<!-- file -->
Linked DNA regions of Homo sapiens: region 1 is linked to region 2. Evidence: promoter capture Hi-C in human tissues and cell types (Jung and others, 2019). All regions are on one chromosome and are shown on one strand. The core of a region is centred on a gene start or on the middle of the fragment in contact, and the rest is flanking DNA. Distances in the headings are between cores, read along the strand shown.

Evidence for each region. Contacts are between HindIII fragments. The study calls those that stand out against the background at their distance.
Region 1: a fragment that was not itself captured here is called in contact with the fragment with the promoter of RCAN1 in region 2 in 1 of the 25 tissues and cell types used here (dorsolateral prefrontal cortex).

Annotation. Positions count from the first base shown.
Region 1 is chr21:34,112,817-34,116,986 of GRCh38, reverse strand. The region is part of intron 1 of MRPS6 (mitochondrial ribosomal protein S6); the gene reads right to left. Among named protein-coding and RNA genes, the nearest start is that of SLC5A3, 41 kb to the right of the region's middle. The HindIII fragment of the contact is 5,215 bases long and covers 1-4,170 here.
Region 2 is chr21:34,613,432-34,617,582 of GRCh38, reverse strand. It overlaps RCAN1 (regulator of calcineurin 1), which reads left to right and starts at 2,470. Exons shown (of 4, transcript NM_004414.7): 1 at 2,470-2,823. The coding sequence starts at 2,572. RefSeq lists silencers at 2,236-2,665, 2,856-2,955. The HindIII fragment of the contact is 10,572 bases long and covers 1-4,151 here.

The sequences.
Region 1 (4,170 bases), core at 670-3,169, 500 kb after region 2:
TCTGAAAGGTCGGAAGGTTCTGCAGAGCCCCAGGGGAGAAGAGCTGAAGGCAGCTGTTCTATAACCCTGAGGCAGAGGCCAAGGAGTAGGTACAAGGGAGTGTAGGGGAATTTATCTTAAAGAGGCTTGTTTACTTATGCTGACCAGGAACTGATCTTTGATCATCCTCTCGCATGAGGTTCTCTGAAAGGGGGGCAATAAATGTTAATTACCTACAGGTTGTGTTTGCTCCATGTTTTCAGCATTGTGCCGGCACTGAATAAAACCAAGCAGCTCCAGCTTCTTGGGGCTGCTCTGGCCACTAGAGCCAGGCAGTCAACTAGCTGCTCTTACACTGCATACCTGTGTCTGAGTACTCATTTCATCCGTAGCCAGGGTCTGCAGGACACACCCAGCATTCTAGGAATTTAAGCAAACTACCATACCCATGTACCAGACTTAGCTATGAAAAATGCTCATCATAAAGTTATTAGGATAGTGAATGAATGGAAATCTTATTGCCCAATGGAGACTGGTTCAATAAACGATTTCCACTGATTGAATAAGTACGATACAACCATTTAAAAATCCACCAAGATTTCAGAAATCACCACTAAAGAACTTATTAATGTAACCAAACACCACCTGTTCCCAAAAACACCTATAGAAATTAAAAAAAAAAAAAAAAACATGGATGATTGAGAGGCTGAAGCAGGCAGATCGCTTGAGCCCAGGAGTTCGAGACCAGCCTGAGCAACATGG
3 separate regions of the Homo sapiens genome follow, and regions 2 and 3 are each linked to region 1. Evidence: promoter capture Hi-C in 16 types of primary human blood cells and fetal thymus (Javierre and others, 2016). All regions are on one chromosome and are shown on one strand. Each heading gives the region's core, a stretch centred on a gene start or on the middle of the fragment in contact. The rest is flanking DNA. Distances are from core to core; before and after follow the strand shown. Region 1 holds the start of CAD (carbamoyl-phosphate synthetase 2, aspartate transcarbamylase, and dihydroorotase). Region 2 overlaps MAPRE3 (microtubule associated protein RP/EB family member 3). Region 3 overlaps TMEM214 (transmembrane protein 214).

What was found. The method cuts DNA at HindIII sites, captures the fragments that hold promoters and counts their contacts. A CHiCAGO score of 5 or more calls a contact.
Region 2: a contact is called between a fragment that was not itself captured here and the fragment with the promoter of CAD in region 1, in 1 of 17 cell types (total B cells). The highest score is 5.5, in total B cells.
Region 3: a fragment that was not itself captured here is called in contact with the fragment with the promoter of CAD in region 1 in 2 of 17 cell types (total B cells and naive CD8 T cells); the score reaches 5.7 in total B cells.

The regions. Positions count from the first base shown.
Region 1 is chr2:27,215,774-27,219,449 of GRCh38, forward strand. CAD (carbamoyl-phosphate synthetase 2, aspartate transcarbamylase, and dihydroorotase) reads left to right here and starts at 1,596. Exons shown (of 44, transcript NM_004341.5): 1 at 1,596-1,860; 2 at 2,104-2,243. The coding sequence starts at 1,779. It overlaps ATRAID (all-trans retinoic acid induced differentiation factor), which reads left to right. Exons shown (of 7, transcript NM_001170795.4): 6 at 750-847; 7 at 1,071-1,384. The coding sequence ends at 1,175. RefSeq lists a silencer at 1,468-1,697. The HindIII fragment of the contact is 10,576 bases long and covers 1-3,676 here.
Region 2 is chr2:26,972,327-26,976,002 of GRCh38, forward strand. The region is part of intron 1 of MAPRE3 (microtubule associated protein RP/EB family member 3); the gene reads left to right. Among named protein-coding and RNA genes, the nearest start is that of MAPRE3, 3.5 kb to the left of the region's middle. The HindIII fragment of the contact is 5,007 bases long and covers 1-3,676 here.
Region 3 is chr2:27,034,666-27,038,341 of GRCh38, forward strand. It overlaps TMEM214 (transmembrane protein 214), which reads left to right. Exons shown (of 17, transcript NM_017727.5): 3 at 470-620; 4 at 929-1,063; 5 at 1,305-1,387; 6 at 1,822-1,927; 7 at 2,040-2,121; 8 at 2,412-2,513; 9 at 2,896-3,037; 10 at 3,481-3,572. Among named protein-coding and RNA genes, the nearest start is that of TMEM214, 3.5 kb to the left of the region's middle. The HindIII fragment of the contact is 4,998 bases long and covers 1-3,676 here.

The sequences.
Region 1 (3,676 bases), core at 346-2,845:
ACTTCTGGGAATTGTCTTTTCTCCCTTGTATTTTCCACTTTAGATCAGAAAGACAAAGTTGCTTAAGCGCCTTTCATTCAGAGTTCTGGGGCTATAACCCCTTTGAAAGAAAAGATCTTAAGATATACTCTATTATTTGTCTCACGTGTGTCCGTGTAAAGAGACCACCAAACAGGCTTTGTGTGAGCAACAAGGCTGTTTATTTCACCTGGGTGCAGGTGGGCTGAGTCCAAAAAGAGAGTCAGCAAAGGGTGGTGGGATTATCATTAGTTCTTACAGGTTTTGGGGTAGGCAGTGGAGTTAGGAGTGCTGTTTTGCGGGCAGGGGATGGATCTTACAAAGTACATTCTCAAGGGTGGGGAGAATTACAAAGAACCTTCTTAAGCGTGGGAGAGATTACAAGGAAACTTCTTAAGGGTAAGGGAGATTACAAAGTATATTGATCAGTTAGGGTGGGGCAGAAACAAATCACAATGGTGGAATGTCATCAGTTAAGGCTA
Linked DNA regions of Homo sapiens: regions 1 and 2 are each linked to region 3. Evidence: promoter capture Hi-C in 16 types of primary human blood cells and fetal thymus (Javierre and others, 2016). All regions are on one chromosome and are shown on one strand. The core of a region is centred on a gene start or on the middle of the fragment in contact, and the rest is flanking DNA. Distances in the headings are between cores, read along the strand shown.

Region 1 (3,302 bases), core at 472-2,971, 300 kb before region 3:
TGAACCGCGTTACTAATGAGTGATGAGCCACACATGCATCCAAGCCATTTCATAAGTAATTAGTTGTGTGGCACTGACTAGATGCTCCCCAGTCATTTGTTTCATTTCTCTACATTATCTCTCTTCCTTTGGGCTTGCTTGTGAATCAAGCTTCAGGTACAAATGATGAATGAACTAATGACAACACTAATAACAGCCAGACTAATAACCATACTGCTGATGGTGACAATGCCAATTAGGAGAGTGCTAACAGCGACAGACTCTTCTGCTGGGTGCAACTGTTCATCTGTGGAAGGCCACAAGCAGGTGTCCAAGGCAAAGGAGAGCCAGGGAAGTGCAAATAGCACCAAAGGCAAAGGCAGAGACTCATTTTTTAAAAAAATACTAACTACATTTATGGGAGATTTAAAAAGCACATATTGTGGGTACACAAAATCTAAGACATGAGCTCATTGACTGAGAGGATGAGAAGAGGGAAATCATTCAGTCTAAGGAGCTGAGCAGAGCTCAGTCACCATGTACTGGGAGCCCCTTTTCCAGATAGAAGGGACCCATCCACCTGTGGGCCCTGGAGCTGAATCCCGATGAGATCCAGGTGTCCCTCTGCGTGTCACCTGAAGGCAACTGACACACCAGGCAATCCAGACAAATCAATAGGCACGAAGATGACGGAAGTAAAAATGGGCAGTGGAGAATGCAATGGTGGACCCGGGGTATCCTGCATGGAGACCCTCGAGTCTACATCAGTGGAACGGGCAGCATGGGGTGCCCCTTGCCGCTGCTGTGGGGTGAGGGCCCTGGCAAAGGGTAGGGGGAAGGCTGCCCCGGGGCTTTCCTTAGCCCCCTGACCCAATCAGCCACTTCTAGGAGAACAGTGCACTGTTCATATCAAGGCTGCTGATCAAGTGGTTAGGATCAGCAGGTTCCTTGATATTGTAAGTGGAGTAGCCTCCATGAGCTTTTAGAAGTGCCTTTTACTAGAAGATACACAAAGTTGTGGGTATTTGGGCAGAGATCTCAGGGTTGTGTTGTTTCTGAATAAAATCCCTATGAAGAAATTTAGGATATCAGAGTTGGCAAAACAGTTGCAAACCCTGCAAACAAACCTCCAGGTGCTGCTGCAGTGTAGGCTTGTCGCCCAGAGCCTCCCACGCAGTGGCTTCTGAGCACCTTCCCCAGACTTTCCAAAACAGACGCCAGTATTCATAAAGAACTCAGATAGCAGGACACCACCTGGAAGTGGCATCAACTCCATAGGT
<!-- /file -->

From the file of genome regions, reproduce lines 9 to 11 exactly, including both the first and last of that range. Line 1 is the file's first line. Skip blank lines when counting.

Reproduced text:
TCTGAAAGGTCGGAAGGTTCTGCAGAGCCCCAGGGGAGAAGAGCTGAAGGCAGCTGTTCTATAACCCTGAGGCAGAGGCCAAGGAGTAGGTACAAGGGAGTGTAGGGGAATTTATCTTAAAGAGGCTTGTTTACTTATGCTGACCAGGAACTGATCTTTGATCATCCTCTCGCATGAGGTTCTCTGAAAGGGGGGCAATAAATGTTAATTACCTACAGGTTGTGTTTGCTCCATGTTTTCAGCATTGTGCCGGCACTGAATAAAACCAAGCAGCTCCAGCTTCTTGGGGCTGCTCTGGCCACTAGAGCCAGGCAGTCAACTAGCTGCTCTTACACTGCATACCTGTGTCTGAGTACTCATTTCATCCGTAGCCAGGGTCTGCAGGACACACCCAGCATTCTAGGAATTTAAGCAAACTACCATACCCATGTACCAGACTTAGCTATGAAAAATGCTCATCATAAAGTTATTAGGATAGTGAATGAATGGAAATCTTATTGCCCAATGGAGACTGGTTCAATAAACGATTTCCACTGATTGAATAAGTACGATACAACCATTTAAAAATCCACCAAGATTTCAGAAATCACCACTAAAGAACTTATTAATGTAACCAAACACCACCTGTTCCCAAAAACACCTATAGAAATTAAAAAAAAAAAAAAAAACATGGATGATTGAGAGGCTGAAGCAGGCAGATCGCTTGAGCCCAGGAGTTCGAGACCAGCCTGAGCAACATGG
3 separate regions of the Homo sapiens genome follow, and regions 2 and 3 are each linked to region 1. Evidence: promoter capture Hi-C in 16 types of primary human blood cells and fetal thymus (Javierre and others, 2016). All regions are on one chromosome and are shown on one strand. Each heading gives the region's core, a stretch centred on a gene start or on the middle of the fragment in contact. The rest is flanking DNA. Distances are from core to core; before and after follow the strand shown. Region 1 holds the start of CAD (carbamoyl-phosphate synthetase 2, aspartate transcarbamylase, and dihydroorotase). Region 2 overlaps MAPRE3 (microtubule associated protein RP/EB family member 3). Region 3 overlaps TMEM214 (transmembrane protein 214).

What was found. The method cuts DNA at HindIII sites, captures the fragments that hold promoters and counts their contacts. A CHiCAGO score of 5 or more calls a contact.